different takes on the classic steak-andmushroom pairing. It’s an awesome display:
a warm mushroom custard topped with the
grilled cap of beef (the fattiest, most flavorful
part) and a mushroom air; a chive crêpe
filled with grilled porcini mushrooms; and
a Thai chili-flavored beef tartar on grilled
shiitake crowned with a quail-egg yoke. I
present them to the judges, and they munch
quietly for what feels like an eternity.
The next dish steps it up a notch with a
completely different style: Japanese. I bring
in large black lacquer trays adorned with
silver chopsticks, an orchid, and other decorative touches—I put a big emphasis on
plating. We pounded the beef paper-thin,
rolled it around scallions and smoked langostinos, grilled the entire negimaki tube,
and sliced it like sushi. Serving it to the
judges, I pour a sweet-and-sour broth from
a sake decanter over the meat. Allen finishes
eating and says, “I love the presentation and
I love that when you poured the broth, the
aroma hit me. The negimaki is perfectly
cooked, and it’s original.”
I’m starting to feel good. Flay is hovering
next to us, watching my every move. My
next dish is a beef carpaccio. We grilled the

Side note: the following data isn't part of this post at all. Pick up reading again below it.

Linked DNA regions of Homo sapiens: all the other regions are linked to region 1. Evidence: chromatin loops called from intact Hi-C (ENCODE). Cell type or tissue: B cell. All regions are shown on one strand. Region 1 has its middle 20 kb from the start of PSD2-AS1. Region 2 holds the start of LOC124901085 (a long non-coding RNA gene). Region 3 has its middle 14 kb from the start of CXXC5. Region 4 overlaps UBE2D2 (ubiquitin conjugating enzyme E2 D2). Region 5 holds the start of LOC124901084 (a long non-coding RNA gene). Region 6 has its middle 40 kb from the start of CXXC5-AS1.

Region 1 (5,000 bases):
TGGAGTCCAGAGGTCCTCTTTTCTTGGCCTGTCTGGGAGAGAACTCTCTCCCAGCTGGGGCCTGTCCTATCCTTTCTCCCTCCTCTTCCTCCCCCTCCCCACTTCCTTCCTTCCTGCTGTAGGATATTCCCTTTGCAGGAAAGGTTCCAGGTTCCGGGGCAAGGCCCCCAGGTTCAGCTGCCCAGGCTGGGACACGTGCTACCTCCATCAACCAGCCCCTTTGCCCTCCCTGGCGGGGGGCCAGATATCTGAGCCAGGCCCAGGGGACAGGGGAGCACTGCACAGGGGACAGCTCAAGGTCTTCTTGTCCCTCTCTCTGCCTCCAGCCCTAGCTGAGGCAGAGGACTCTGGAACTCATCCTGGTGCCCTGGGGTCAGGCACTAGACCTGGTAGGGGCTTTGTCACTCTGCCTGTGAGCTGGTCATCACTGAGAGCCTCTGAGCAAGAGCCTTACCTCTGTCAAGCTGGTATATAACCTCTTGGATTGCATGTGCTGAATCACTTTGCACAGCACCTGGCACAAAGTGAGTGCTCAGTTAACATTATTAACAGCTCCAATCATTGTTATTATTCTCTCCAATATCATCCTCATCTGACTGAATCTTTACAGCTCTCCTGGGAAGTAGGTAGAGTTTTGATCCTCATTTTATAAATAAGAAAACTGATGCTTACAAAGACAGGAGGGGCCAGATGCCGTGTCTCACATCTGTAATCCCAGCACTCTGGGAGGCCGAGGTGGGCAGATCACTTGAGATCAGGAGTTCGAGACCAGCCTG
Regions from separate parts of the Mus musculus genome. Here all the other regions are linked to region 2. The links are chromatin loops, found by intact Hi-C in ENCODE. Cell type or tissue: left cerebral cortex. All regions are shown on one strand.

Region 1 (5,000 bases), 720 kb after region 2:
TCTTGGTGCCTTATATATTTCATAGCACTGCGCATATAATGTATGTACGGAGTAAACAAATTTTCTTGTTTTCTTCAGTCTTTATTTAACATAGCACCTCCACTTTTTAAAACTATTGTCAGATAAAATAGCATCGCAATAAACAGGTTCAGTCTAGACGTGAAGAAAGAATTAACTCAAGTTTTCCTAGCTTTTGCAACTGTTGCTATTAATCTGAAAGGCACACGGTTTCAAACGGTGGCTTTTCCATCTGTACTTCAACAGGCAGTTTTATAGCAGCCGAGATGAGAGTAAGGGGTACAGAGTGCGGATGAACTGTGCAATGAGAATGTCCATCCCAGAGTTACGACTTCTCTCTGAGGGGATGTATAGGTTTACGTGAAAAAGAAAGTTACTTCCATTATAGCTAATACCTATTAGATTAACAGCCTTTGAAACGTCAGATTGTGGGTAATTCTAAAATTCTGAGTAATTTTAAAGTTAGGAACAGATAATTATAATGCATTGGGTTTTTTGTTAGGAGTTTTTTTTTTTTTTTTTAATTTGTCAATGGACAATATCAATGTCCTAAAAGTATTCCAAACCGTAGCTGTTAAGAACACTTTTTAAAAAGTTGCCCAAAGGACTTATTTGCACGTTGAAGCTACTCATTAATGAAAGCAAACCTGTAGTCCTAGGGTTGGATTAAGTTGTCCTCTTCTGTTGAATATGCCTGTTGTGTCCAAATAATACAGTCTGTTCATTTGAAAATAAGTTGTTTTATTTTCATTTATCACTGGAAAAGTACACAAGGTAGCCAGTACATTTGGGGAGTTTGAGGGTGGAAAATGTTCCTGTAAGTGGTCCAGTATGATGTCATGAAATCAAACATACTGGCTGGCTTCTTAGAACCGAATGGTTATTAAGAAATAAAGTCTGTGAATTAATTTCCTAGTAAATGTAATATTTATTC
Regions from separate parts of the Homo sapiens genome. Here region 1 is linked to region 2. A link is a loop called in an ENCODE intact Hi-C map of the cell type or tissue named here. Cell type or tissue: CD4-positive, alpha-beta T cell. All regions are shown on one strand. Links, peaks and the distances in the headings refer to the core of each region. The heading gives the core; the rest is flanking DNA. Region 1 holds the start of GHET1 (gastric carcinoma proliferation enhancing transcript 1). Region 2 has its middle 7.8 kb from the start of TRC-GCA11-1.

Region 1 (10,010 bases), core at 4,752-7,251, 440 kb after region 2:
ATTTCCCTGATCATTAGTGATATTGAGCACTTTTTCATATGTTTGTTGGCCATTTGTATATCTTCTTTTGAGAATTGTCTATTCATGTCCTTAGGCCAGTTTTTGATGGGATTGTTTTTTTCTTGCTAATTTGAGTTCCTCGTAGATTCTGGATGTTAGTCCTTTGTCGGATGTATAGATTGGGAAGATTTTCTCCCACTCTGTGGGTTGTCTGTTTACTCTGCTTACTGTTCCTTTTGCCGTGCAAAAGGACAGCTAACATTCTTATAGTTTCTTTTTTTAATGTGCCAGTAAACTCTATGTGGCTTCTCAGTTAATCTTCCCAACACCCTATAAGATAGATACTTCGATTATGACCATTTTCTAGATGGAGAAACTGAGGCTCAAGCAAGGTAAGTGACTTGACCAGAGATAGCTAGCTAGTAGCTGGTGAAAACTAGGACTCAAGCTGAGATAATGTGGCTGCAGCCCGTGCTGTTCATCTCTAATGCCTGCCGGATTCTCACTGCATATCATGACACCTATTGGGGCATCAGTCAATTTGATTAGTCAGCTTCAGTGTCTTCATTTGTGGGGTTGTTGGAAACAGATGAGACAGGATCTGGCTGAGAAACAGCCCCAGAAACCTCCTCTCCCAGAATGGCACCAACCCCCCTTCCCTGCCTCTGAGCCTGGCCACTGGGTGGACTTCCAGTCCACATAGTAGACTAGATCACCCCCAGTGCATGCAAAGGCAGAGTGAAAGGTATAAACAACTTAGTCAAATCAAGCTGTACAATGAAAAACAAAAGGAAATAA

eye of the rib quickly, chilled it in a blast
freezer, then sliced it paper-thin. In the center of the platter, I put a salad of smoked
marble potatoes and lobster, making the
dish a kind of riff on surf and turf. At this
point, Mizrahi and Bakhoum are starting
to feel comfortable enough to criticize.
Both say the salad is unnecessary, overkill.
Dish number four, an Italian style bistecca
alla florentina, has a sauce of rosemary and
anchovy and a side of chickpea fries and
cannelinis in a little cowboyish baked-beans
can (which I also brought with me). It fares
better, with Allen again quick to praise: “It’s
gorgeously cooked, and the sauce is interesting. I’m happy to be on today.”
Last up is my classic cowboy steak. I tied
red bandanas to the bone and, like the first
dish, we went all-out. The steak is just like
my cote de boeuf specialty (cooked with
brown sugar and cayenne and topped with
blue-cheese foam), straight off the menu
from Xaviars. Accompanying it is a smoked
tomato stuffed with crabmeat, chips cooked
with truffle butter, and a miniature popover. Allen loves everything, yet Bakhoum
makes an odd critique: “You think a cowboy would actually eat all this?” Huh? I
carefully let my eyebrows settle and say,
“All the cowboys I know.”
It’s not the pièce de résistance reaction
I’d hoped for. My strategy all along has
been to start out subtle and build to bigger, bolder flavors—same concept we use
every day with restaurant tasting menus.
Was that the right move? As soon as I start
second-guessing, Flay is up.
His dishes aren’t exactly terrible, but I’m
not impressed. One is an “Ode to the Philadelphia Cheesesteak,” with a slab of meat
slathered in an aged-provolone cheese
sauce. Another is a Southwestern rib eye
with an egg on top. Come on, steak and
eggs? Are you kidding me?
As Flay presents, though, the judges are
lapping it up. I keep waiting for them to
drop the hammer, but it never falls. Bakhoum says the cheesesteak dish is “really
satisfying.” Mizrahi says, “You know, this
is why I go to your restaurants all the time.